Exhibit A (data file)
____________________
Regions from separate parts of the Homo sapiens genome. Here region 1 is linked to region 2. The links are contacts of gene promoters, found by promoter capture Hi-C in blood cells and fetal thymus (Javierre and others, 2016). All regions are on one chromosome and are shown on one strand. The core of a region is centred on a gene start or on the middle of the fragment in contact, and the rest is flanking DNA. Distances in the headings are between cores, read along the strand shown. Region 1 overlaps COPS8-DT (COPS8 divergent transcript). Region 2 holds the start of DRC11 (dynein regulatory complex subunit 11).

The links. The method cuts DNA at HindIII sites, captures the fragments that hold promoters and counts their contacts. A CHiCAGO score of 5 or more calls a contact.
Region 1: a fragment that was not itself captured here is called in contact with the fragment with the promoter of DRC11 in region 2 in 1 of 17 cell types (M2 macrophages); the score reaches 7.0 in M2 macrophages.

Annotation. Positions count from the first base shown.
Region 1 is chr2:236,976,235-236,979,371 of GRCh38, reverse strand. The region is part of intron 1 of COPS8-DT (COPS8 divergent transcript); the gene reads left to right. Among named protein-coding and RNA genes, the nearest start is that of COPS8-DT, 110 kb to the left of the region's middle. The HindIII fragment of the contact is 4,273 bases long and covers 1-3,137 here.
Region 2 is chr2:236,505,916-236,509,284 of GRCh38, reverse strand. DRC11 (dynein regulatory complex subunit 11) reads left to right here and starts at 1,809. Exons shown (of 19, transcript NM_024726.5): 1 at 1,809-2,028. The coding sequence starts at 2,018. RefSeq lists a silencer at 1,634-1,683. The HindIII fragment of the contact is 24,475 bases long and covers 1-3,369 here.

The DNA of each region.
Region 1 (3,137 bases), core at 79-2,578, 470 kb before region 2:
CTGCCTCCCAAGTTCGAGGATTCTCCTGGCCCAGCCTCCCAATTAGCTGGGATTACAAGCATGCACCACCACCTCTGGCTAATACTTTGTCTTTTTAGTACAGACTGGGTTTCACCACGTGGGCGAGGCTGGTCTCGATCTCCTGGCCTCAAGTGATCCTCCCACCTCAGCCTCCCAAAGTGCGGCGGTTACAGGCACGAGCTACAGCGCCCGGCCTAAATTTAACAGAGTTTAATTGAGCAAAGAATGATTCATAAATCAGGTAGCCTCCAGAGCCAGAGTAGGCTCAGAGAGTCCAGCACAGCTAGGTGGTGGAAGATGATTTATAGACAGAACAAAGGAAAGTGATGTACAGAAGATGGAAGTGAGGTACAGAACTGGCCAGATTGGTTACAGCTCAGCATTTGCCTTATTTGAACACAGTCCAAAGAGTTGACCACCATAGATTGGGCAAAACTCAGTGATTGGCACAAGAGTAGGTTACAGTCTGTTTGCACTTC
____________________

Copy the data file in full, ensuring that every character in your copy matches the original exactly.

Regions from separate parts of the Homo sapiens genome. Here region 1 is linked to region 2. The links are contacts of gene promoters, found by promoter capture Hi-C in blood cells and fetal thymus (Javierre and others, 2016). All regions are on one chromosome and are shown on one strand. The core of a region is centred on a gene start or on the middle of the fragment in contact, and the rest is flanking DNA. Distances in the headings are between cores, read along the strand shown. Region 1 overlaps COPS8-DT (COPS8 divergent transcript). Region 2 holds the start of DRC11 (dynein regulatory complex subunit 11).

The links. The method cuts DNA at HindIII sites, captures the fragments that hold promoters and counts their contacts. A CHiCAGO score of 5 or more calls a contact.
Region 1: a fragment that was not itself captured here is called in contact with the fragment with the promoter of DRC11 in region 2 in 1 of 17 cell types (M2 macrophages); the score reaches 7.0 in M2 macrophages.

Annotation. Positions count from the first base shown.
Region 1 is chr2:236,976,235-236,979,371 of GRCh38, reverse strand. The region is part of intron 1 of COPS8-DT (COPS8 divergent transcript); the gene reads left to right. Among named protein-coding and RNA genes, the nearest start is that of COPS8-DT, 110 kb to the left of the region's middle. The HindIII fragment of the contact is 4,273 bases long and covers 1-3,137 here.
Region 2 is chr2:236,505,916-236,509,284 of GRCh38, reverse strand. DRC11 (dynein regulatory complex subunit 11) reads left to right here and starts at 1,809. Exons shown (of 19, transcript NM_024726.5): 1 at 1,809-2,028. The coding sequence starts at 2,018. RefSeq lists a silencer at 1,634-1,683. The HindIII fragment of the contact is 24,475 bases long and covers 1-3,369 here.

The DNA of each region.
Region 1 (3,137 bases), core at 79-2,578, 470 kb before region 2:
CTGCCTCCCAAGTTCGAGGATTCTCCTGGCCCAGCCTCCCAATTAGCTGGGATTACAAGCATGCACCACCACCTCTGGCTAATACTTTGTCTTTTTAGTACAGACTGGGTTTCACCACGTGGGCGAGGCTGGTCTCGATCTCCTGGCCTCAAGTGATCCTCCCACCTCAGCCTCCCAAAGTGCGGCGGTTACAGGCACGAGCTACAGCGCCCGGCCTAAATTTAACAGAGTTTAATTGAGCAAAGAATGATTCATAAATCAGGTAGCCTCCAGAGCCAGAGTAGGCTCAGAGAGTCCAGCACAGCTAGGTGGTGGAAGATGATTTATAGACAGAACAAAGGAAAGTGATGTACAGAAGATGGAAGTGAGGTACAGAACTGGCCAGATTGGTTACAGCTCAGCATTTGCCTTATTTGAACACAGTCCAAAGAGTTGACCACCATAGATTGGGCAAAACTCAGTGATTGGCACAAGAGTAGGTTACAGTCTGTTTGCACTTC